"On average, one person dies by suicide every 16 minutes, and suicide is the third-leading cause of death for 15 to 24-year-old Americans."
A study published in 2009 in the American Journal of Public Health showed that suicide passed motor vehicle crashes as the leading cause of death by injury. In addition, non-fatal, self-inflicted injuries also are a major concern. In 2011, 487,700 people were treated in emergency departments for self-inflicted injuries.
“Individuals who attempt suicide and don’t succeed are at risk for injury ranging from broken bones to brain damage to organ failure,” said Ann Marie Warren, Ph.D, a clinical psychologist at Baylor Dallas. “In addition, people who survive often have depression and other mental health problems.”
Suicide affects everyone, but some groups are at a higher risk than others. According to The National Suicide Prevention Lifeline, suicide among males is four times higher than among females and represents 79 percent of all U.S. suicide deaths. However, females are more likely than males to have had suicidal thoughts, and three times more women than men report attempting suicide.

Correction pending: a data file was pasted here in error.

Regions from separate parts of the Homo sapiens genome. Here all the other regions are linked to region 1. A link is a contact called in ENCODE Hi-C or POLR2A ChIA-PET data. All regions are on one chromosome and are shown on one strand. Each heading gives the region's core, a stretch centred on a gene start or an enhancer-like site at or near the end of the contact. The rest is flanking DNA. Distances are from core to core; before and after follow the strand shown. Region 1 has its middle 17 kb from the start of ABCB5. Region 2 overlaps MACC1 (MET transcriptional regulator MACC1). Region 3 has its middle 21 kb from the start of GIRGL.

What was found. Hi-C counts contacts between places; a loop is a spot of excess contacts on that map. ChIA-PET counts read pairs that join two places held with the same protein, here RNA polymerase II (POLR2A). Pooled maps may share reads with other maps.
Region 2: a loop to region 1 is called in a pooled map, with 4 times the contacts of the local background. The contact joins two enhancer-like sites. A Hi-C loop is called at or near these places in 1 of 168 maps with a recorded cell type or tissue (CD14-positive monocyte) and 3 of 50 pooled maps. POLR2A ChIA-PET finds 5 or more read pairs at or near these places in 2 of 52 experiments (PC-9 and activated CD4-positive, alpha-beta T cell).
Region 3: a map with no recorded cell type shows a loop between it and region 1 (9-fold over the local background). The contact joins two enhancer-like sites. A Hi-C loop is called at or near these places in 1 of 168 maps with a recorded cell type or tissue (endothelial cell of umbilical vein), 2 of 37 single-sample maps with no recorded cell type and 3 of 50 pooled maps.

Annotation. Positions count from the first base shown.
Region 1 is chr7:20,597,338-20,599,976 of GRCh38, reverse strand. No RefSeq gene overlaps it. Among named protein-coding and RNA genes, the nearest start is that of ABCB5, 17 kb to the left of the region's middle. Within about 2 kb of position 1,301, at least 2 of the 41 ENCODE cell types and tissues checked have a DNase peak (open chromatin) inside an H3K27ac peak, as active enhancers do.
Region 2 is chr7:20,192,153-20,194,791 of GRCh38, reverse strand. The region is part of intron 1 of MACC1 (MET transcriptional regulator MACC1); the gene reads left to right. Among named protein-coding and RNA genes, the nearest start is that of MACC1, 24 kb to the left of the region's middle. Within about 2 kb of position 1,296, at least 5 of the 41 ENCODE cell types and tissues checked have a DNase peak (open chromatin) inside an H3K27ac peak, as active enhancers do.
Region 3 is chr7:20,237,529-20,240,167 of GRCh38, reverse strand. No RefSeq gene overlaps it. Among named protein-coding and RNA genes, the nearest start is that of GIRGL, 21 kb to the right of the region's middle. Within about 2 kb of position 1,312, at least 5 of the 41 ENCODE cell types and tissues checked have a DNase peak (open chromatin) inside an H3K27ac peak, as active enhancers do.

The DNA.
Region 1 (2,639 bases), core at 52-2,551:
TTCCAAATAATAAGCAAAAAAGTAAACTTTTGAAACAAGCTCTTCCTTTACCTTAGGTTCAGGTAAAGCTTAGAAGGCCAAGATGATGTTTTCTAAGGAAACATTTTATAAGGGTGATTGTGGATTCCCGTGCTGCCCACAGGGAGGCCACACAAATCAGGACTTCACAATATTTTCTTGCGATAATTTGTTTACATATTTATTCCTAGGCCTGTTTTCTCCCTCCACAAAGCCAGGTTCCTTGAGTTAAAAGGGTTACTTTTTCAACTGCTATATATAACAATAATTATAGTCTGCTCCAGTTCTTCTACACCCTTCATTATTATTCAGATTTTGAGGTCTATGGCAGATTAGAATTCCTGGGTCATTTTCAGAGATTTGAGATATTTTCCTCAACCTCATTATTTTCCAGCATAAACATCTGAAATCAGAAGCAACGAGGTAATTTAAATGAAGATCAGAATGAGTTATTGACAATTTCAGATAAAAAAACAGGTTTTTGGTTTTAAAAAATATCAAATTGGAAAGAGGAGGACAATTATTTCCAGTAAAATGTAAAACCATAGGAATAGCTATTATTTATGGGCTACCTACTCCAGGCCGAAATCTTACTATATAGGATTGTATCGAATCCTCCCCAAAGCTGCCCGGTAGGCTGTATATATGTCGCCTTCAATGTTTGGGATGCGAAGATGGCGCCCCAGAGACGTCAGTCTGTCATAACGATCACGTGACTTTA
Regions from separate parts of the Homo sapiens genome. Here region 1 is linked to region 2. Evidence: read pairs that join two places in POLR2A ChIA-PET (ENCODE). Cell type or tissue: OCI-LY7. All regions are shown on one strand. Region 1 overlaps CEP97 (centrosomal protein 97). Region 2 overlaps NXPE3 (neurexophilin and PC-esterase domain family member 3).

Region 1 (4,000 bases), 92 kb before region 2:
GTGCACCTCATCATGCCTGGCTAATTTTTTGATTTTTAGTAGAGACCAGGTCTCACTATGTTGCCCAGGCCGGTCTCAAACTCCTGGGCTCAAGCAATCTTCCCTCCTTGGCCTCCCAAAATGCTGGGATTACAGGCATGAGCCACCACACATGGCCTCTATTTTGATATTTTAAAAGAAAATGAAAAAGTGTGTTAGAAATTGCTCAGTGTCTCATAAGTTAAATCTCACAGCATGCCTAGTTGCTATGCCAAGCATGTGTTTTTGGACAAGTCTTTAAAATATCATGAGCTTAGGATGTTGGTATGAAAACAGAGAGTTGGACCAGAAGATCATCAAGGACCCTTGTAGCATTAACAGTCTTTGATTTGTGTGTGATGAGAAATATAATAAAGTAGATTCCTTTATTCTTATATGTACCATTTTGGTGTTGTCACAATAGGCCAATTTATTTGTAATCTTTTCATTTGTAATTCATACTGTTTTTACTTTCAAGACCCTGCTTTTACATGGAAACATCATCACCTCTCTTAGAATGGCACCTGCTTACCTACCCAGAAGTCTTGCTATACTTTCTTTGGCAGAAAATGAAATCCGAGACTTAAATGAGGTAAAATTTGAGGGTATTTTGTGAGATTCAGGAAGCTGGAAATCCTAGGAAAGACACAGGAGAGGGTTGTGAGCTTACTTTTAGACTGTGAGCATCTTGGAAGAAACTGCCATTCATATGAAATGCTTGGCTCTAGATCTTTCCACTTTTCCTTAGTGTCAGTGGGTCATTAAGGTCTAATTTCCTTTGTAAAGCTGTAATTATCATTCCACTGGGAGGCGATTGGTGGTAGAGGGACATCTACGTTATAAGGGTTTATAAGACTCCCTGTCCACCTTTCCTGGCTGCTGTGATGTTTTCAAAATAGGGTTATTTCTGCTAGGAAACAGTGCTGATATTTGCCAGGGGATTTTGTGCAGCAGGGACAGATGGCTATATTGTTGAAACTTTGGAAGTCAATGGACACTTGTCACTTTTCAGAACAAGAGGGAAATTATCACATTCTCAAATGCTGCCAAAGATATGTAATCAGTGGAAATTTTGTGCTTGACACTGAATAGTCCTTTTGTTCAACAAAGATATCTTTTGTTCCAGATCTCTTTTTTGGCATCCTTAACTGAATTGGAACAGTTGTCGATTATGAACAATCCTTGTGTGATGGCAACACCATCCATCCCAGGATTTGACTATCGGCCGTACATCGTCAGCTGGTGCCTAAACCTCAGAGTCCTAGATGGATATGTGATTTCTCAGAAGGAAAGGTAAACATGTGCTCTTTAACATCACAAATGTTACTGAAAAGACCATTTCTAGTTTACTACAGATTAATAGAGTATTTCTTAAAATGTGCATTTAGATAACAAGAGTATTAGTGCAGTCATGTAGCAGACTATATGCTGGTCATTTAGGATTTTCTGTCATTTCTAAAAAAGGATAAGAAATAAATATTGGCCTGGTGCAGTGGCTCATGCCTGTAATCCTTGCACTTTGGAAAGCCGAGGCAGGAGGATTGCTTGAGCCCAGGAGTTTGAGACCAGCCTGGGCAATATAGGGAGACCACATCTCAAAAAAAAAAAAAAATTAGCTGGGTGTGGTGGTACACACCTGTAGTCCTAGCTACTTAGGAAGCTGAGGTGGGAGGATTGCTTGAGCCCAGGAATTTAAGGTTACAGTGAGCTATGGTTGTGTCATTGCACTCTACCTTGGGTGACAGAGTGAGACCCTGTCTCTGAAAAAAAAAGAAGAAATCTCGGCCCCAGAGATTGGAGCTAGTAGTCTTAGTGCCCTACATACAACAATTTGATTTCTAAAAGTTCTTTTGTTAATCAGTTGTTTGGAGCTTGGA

Several factors can put a person at risk for attempting or committing suicide.
“Some of the risk factors include having an underlying mood disorder, such as major depressive disorder or schizophrenia, impulsiveness, feelings of hopelessness, having had a major physical illness, financial stress, or having a loss of an important relationship,” Dr. Warren said.
For individuals who are struggling, creating a circle of trust is paramount. The emotional support of a friend, loved one, or a peer can really make a difference during difficult moments. Using a support network creates a better coping mechanism for all the different emotions a person can go through during a crisis.